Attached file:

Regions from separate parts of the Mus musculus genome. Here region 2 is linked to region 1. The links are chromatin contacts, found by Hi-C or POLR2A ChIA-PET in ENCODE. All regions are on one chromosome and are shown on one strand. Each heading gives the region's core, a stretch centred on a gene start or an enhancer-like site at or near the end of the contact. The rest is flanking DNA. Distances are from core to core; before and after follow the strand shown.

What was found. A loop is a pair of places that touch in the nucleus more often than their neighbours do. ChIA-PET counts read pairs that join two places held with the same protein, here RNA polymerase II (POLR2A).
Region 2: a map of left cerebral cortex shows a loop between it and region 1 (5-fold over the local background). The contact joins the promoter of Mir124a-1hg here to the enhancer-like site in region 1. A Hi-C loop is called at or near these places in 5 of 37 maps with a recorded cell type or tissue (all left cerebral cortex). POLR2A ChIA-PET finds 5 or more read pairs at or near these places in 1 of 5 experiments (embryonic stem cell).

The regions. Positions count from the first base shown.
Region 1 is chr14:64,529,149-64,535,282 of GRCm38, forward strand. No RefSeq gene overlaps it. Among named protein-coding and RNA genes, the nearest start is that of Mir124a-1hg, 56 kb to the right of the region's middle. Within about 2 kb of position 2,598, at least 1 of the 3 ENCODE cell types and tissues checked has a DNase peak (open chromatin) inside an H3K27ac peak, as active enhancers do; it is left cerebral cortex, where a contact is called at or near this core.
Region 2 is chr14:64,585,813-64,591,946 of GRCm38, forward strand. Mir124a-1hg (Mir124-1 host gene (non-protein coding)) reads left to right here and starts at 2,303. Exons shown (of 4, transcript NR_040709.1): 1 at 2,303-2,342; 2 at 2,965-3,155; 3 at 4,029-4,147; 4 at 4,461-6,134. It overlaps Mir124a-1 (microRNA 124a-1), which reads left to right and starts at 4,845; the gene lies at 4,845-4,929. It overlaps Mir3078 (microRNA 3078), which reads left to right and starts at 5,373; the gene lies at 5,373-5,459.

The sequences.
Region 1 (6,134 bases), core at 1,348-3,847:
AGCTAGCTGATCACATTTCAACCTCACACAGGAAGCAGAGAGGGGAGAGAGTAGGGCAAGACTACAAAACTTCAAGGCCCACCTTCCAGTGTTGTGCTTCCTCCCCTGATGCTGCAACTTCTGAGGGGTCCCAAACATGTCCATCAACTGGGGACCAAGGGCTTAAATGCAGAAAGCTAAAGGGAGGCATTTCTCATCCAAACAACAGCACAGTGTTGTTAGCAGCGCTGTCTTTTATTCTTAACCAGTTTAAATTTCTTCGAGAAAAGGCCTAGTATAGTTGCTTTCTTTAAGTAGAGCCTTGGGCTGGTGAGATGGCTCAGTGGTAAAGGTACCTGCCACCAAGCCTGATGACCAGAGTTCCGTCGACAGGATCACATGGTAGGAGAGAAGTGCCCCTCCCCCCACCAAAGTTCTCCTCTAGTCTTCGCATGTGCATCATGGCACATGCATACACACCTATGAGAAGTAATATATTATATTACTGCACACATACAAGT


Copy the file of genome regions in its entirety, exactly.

Regions from separate parts of the Mus musculus genome. Here region 2 is linked to region 1. The links are chromatin contacts, found by Hi-C or POLR2A ChIA-PET in ENCODE. All regions are on one chromosome and are shown on one strand. Each heading gives the region's core, a stretch centred on a gene start or an enhancer-like site at or near the end of the contact. The rest is flanking DNA. Distances are from core to core; before and after follow the strand shown.

What was found. A loop is a pair of places that touch in the nucleus more often than their neighbours do. ChIA-PET counts read pairs that join two places held with the same protein, here RNA polymerase II (POLR2A).
Region 2: a map of left cerebral cortex shows a loop between it and region 1 (5-fold over the local background). The contact joins the promoter of Mir124a-1hg here to the enhancer-like site in region 1. A Hi-C loop is called at or near these places in 5 of 37 maps with a recorded cell type or tissue (all left cerebral cortex). POLR2A ChIA-PET finds 5 or more read pairs at or near these places in 1 of 5 experiments (embryonic stem cell).

The regions. Positions count from the first base shown.
Region 1 is chr14:64,529,149-64,535,282 of GRCm38, forward strand. No RefSeq gene overlaps it. Among named protein-coding and RNA genes, the nearest start is that of Mir124a-1hg, 56 kb to the right of the region's middle. Within about 2 kb of position 2,598, at least 1 of the 3 ENCODE cell types and tissues checked has a DNase peak (open chromatin) inside an H3K27ac peak, as active enhancers do; it is left cerebral cortex, where a contact is called at or near this core.
Region 2 is chr14:64,585,813-64,591,946 of GRCm38, forward strand. Mir124a-1hg (Mir124-1 host gene (non-protein coding)) reads left to right here and starts at 2,303. Exons shown (of 4, transcript NR_040709.1): 1 at 2,303-2,342; 2 at 2,965-3,155; 3 at 4,029-4,147; 4 at 4,461-6,134. It overlaps Mir124a-1 (microRNA 124a-1), which reads left to right and starts at 4,845; the gene lies at 4,845-4,929. It overlaps Mir3078 (microRNA 3078), which reads left to right and starts at 5,373; the gene lies at 5,373-5,459.

The sequences.
Region 1 (6,134 bases), core at 1,348-3,847:
AGCTAGCTGATCACATTTCAACCTCACACAGGAAGCAGAGAGGGGAGAGAGTAGGGCAAGACTACAAAACTTCAAGGCCCACCTTCCAGTGTTGTGCTTCCTCCCCTGATGCTGCAACTTCTGAGGGGTCCCAAACATGTCCATCAACTGGGGACCAAGGGCTTAAATGCAGAAAGCTAAAGGGAGGCATTTCTCATCCAAACAACAGCACAGTGTTGTTAGCAGCGCTGTCTTTTATTCTTAACCAGTTTAAATTTCTTCGAGAAAAGGCCTAGTATAGTTGCTTTCTTTAAGTAGAGCCTTGGGCTGGTGAGATGGCTCAGTGGTAAAGGTACCTGCCACCAAGCCTGATGACCAGAGTTCCGTCGACAGGATCACATGGTAGGAGAGAAGTGCCCCTCCCCCCACCAAAGTTCTCCTCTAGTCTTCGCATGTGCATCATGGCACATGCATACACACCTATGAGAAGTAATATATTATATTACTGCACACATACAAGT